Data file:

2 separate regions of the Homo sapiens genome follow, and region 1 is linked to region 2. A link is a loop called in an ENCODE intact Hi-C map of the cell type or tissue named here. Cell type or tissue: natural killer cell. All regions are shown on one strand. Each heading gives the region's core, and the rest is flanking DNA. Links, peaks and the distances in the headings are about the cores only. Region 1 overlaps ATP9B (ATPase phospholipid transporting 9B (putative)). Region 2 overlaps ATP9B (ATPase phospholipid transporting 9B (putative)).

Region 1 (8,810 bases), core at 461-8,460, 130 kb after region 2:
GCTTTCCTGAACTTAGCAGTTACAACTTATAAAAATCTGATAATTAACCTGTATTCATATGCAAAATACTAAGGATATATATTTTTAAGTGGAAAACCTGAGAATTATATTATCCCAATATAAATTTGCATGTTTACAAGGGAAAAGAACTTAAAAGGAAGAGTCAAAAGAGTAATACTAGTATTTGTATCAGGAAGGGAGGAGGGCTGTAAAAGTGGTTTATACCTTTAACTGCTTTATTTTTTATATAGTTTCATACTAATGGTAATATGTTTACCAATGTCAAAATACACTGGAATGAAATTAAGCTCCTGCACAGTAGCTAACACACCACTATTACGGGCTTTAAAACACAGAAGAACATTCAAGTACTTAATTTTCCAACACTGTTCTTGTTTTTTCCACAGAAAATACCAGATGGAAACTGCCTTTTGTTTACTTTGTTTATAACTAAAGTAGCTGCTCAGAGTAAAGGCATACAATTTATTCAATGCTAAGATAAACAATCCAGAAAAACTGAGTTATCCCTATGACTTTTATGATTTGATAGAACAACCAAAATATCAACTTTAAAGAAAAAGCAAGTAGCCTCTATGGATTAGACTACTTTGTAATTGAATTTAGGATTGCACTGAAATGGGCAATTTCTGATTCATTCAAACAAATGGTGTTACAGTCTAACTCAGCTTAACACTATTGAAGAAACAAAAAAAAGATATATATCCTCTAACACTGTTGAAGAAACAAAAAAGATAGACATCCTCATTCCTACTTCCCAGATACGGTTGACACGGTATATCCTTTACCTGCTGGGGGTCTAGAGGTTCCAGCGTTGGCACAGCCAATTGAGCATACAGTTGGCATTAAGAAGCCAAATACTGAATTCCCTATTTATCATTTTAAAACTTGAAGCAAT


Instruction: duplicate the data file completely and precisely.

2 separate regions of the Homo sapiens genome follow, and region 1 is linked to region 2. A link is a loop called in an ENCODE intact Hi-C map of the cell type or tissue named here. Cell type or tissue: natural killer cell. All regions are shown on one strand. Each heading gives the region's core, and the rest is flanking DNA. Links, peaks and the distances in the headings are about the cores only. Region 1 overlaps ATP9B (ATPase phospholipid transporting 9B (putative)). Region 2 overlaps ATP9B (ATPase phospholipid transporting 9B (putative)).

Region 1 (8,810 bases), core at 461-8,460, 130 kb after region 2:
GCTTTCCTGAACTTAGCAGTTACAACTTATAAAAATCTGATAATTAACCTGTATTCATATGCAAAATACTAAGGATATATATTTTTAAGTGGAAAACCTGAGAATTATATTATCCCAATATAAATTTGCATGTTTACAAGGGAAAAGAACTTAAAAGGAAGAGTCAAAAGAGTAATACTAGTATTTGTATCAGGAAGGGAGGAGGGCTGTAAAAGTGGTTTATACCTTTAACTGCTTTATTTTTTATATAGTTTCATACTAATGGTAATATGTTTACCAATGTCAAAATACACTGGAATGAAATTAAGCTCCTGCACAGTAGCTAACACACCACTATTACGGGCTTTAAAACACAGAAGAACATTCAAGTACTTAATTTTCCAACACTGTTCTTGTTTTTTCCACAGAAAATACCAGATGGAAACTGCCTTTTGTTTACTTTGTTTATAACTAAAGTAGCTGCTCAGAGTAAAGGCATACAATTTATTCAATGCTAAGATAAACAATCCAGAAAAACTGAGTTATCCCTATGACTTTTATGATTTGATAGAACAACCAAAATATCAACTTTAAAGAAAAAGCAAGTAGCCTCTATGGATTAGACTACTTTGTAATTGAATTTAGGATTGCACTGAAATGGGCAATTTCTGATTCATTCAAACAAATGGTGTTACAGTCTAACTCAGCTTAACACTATTGAAGAAACAAAAAAAAGATATATATCCTCTAACACTGTTGAAGAAACAAAAAAGATAGACATCCTCATTCCTACTTCCCAGATACGGTTGACACGGTATATCCTTTACCTGCTGGGGGTCTAGAGGTTCCAGCGTTGGCACAGCCAATTGAGCATACAGTTGGCATTAAGAAGCCAAATACTGAATTCCCTATTTATCATTTTAAAACTTGAAGCAAT